But I’d highly recommend her as CPC leader. That’s anther indicator of what I think of the CPC party. It’s in serious trouble and it don’t bother me one bit.

    1. Christy clark as leader of anything, yikes. Now going back to her reign in B.C. We became the no. 1 leader of deaths by fent. in the country. she did nothing to stop it and wouldn’t even ban pill presses, which at least Alberta did. The continued use of casinos to launder money reached new heights as did money laundering via real estate. It became known as the Vancouver model. Sure elect Christy Clark to leader of the Conservative Party of Canada, then the whole country can become one huge mess with fent. deaths from sea to sea along with casinos laundering not just billions of dollars but hundreds of billions of dollars.

  8. Harper? In the last election he won, he managed to fill Quebec with NDP seats and raise Layton to sainthood. Which wasn’t the plan.

    Kenney is resentful that both the Quebec premier and the leader of the Bloc Quebecois have been derisive and dismissive of Alberta’s whining about equalization and claims that the province underpins the entire nation’s economy with their dilbit being sold for a low US$35 a barrel and pitifully small royalties. He also choked back tears of rage when criticized over environmental concerns by those darn Quebeckers who claimed to be on a higher intellectual plane of consciousness than he. Which is true but due more to good luck and hydro than good management. To Jason, his provincial government employees and Quebec are the same thing – the enemy, along with those dastardly foreign-funded environmentalists. The man’s mindset exists in an alternate reality not dissimilar to the US’s fear the world is out to get them when with 800 overseas military bases, the exact opposite is true. But a little paranoia keeps you sharp, it is said.

    So for the CPC led by either of those two old-timey ideologues, you can cross off any Tory MPs from Quebec. That’s a big electoral hole to climb out of on the day. It isn’t going to happen because harper and kenney think too much of themselves to be ridiculed. We will thus be left to the tender mercies of the Liberals, hardly an avant garde group of thinkers themselves, and tied to business just as much as the Tories, but with a better line of make-believe patter.

    Safari-Albertan harper used not to care, because the rest of the country voted him in to be a repressive and ethically-warped, Supreme Court-challenging right wing dogmatic pedagogue who managed to rack up some big capital spending deficits despite cancelling weekly pocket money allowances for the legions of we Canadian drones. Just to keep us lean and mean in a competitive world. “Don’t do as I do, do what I say, I’m number one cheese in this here country and a nucular expert to boot, and I’ve scoped out all the available safety closets in Centre Block if a pitchfork rebellion comes my way. Nigel works for me as does Ray, so watch your step!”. Game, set and match then, Stevie, especially with that Alexander snitch line and Kellie Leitch going cyborg for the 2015 election. The kook and weirdo show was on full bozo parade at the end of that campaign, wasn’t it? Desperate demagogues who could see the brass ring slipping away from their grasp. Still, for light relief harper did present Canada with the best human imitator of an Attack Beaver, one John Baird, who stayed until one fine day, he found he couldn’t stand himself in the role either, and resigned.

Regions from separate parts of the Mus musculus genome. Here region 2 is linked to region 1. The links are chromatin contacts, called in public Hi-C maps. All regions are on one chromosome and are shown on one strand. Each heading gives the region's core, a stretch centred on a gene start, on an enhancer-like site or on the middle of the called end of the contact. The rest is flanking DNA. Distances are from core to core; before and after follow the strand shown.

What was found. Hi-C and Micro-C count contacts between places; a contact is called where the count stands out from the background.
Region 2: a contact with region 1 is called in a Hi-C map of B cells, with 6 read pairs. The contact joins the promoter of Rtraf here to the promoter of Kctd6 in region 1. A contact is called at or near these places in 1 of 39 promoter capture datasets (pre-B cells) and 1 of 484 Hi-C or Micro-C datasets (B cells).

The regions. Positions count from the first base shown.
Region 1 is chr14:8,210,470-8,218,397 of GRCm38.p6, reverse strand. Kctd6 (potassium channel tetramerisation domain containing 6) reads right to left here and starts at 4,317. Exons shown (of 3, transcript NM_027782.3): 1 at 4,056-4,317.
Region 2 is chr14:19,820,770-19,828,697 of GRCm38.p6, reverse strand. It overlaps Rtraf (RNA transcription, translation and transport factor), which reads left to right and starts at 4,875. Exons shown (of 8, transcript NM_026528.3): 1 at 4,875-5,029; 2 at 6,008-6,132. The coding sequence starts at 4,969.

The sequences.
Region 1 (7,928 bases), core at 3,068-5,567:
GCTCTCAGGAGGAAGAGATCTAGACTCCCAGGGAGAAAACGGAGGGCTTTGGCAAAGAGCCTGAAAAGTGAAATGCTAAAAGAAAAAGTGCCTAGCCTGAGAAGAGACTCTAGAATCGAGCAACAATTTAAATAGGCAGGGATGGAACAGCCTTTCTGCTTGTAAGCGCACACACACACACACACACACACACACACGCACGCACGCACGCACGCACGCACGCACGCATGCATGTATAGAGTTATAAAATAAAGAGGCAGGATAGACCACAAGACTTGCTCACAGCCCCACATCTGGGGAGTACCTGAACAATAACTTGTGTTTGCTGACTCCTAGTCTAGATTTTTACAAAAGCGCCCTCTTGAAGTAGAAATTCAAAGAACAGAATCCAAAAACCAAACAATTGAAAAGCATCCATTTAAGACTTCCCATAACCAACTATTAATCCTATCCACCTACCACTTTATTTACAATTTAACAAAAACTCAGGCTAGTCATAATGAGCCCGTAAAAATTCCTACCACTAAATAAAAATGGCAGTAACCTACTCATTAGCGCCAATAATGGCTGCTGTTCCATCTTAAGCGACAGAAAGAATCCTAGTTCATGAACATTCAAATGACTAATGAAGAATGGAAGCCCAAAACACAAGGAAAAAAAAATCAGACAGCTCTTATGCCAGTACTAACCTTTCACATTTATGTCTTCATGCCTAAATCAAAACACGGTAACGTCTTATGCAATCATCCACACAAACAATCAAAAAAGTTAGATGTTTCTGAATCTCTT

These days, look at the Darth Vader Dope tearing Ontario apart to avenge old personal slights and criticism of his goofball schemes for TTC transit and green zones, making unqualified cronies heads of commissions, while keeping teachers on the boil to strike beyond the current rotations. He wants to teach students by app in bigger classes, or at home, and to sell said apps to a grateful world beyond Ontario’s “open for business” borders. The man is a complete disaster. It wouldn’t be hard to tar the CPC with Ford’s sins in an election – even the pink baby-soft hands of the personally fiscally aware closet Yankee Desk Clerk Expert Scheer kept Doug locked up in a shed for the duration of the last federal election campaign. A train wreck is a train wreck – even the CPC could see that.

    Kenney’s already king o’ the Prairies, exulting and fulfilling his fantasies putting the boots to provincial government workers, those overpaid public service parasites who inexplicably voted NDP. Perhaps his giant ego thinks he could take Canada back to the days when a man was a man and everyone knew their place – but he’s so open to ridicule for the War Room and stoking wexit among the woolly-brained, he hasn’t got a chance nationally. Glib blarney only goes do far. Doug has queered the pitch for these old Con jokers in urban Ontario.

    MacKay, despite being a genial stumblebum with little innate sense of right and wrong and a very, very limited ability to speak French, probably has a better chance of keeping the CPC as a viable entity than do the full bore tut-tutters and barking dogs of the right. Plus, he’s malleable and open to backroom advice. Could be a useful stooge.